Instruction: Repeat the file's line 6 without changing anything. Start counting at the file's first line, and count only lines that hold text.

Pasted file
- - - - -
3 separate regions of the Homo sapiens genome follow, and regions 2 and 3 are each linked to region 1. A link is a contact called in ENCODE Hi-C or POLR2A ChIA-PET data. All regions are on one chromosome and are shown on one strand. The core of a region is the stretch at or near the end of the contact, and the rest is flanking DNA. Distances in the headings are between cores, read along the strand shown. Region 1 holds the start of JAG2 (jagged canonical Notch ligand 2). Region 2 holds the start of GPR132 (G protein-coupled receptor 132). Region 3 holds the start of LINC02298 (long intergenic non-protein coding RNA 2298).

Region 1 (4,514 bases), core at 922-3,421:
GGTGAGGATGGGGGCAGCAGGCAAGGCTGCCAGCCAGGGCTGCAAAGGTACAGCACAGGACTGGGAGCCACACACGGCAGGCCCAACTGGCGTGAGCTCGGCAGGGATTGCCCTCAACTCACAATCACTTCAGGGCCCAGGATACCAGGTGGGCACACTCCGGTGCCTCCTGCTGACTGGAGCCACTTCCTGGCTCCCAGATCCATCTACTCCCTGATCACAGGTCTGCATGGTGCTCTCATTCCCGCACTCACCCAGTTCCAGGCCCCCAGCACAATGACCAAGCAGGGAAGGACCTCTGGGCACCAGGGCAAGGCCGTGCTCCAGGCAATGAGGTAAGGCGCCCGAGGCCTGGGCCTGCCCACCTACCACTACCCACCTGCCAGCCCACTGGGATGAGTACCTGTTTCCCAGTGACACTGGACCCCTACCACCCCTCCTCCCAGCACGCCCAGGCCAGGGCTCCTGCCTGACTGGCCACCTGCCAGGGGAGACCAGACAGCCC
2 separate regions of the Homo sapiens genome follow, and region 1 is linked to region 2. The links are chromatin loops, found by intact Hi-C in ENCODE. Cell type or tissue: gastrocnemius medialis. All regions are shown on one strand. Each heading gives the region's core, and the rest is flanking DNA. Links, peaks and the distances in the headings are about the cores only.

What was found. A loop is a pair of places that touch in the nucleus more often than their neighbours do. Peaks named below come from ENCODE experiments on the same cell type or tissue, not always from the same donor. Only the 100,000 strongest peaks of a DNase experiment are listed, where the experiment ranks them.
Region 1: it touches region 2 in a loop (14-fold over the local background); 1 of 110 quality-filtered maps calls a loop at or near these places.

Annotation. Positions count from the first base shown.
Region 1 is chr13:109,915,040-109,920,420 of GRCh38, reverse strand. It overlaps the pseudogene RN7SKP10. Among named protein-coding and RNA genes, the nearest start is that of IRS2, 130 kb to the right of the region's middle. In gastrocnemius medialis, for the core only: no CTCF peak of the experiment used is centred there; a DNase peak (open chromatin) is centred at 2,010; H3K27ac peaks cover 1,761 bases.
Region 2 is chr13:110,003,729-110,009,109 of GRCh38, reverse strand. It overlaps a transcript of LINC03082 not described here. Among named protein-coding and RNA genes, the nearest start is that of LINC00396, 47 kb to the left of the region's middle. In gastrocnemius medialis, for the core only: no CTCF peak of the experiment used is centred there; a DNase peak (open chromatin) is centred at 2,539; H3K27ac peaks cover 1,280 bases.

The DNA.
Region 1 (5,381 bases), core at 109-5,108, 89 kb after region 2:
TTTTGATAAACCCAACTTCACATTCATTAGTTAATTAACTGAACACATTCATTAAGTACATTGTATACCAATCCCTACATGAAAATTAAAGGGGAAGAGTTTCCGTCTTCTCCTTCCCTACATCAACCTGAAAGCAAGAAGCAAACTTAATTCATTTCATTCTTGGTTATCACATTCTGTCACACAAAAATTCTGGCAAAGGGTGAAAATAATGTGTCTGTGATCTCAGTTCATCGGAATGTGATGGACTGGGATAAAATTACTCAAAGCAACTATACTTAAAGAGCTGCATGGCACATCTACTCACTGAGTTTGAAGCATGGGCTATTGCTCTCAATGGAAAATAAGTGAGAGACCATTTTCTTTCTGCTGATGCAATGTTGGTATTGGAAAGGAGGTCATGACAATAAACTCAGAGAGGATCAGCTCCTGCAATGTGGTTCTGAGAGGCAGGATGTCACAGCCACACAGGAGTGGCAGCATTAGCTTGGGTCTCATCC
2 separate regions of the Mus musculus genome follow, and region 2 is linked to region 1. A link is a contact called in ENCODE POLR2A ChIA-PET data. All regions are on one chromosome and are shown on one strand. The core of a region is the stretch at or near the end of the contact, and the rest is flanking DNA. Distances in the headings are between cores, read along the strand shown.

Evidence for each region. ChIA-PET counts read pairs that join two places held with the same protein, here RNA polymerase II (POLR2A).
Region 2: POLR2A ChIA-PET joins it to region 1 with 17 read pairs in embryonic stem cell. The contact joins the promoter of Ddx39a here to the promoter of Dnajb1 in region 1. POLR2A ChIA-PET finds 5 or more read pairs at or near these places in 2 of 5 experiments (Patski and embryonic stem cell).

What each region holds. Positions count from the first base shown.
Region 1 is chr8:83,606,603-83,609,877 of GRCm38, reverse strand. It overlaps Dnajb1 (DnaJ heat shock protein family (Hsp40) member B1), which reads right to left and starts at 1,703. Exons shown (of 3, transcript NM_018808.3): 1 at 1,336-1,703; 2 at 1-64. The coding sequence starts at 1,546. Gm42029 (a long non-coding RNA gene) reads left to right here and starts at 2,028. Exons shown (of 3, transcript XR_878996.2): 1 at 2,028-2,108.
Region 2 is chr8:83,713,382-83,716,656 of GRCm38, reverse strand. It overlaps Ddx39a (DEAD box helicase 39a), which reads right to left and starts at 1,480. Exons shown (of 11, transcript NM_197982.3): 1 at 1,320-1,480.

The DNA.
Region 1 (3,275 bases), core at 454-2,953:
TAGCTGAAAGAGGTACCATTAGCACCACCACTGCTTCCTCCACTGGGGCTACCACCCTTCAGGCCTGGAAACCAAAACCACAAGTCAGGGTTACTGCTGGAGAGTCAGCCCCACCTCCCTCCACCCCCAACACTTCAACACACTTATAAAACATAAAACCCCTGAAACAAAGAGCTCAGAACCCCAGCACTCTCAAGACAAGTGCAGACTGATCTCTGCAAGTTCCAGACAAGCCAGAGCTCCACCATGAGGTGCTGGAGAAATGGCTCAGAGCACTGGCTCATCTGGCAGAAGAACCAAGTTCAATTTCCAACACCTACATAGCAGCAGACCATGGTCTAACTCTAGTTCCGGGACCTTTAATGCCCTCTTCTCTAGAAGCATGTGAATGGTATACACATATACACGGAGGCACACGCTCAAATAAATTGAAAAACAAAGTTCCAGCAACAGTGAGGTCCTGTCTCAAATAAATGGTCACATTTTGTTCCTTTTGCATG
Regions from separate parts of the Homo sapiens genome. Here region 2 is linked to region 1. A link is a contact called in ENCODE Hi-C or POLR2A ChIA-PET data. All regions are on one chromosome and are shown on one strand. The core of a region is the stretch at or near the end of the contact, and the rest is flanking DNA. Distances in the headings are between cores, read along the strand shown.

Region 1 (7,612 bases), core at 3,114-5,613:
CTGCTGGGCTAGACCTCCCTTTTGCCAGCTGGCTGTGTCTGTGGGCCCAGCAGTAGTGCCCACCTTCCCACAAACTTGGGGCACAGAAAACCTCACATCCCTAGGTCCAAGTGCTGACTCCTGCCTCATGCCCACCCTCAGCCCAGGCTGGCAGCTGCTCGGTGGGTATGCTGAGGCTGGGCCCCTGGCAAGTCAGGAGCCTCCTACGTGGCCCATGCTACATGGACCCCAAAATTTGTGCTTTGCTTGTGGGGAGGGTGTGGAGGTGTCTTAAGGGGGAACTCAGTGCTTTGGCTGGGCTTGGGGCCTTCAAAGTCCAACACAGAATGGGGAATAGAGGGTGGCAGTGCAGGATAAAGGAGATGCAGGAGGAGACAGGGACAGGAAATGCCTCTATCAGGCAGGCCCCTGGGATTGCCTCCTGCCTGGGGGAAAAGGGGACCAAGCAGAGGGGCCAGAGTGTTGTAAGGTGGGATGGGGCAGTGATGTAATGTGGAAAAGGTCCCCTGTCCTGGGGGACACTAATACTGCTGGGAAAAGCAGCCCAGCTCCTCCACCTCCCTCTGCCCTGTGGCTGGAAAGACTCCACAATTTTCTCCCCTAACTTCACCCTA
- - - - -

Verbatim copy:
Region 1: it touches region 2 in a loop (14-fold over the local background); 1 of 110 quality-filtered maps calls a loop at or near these places.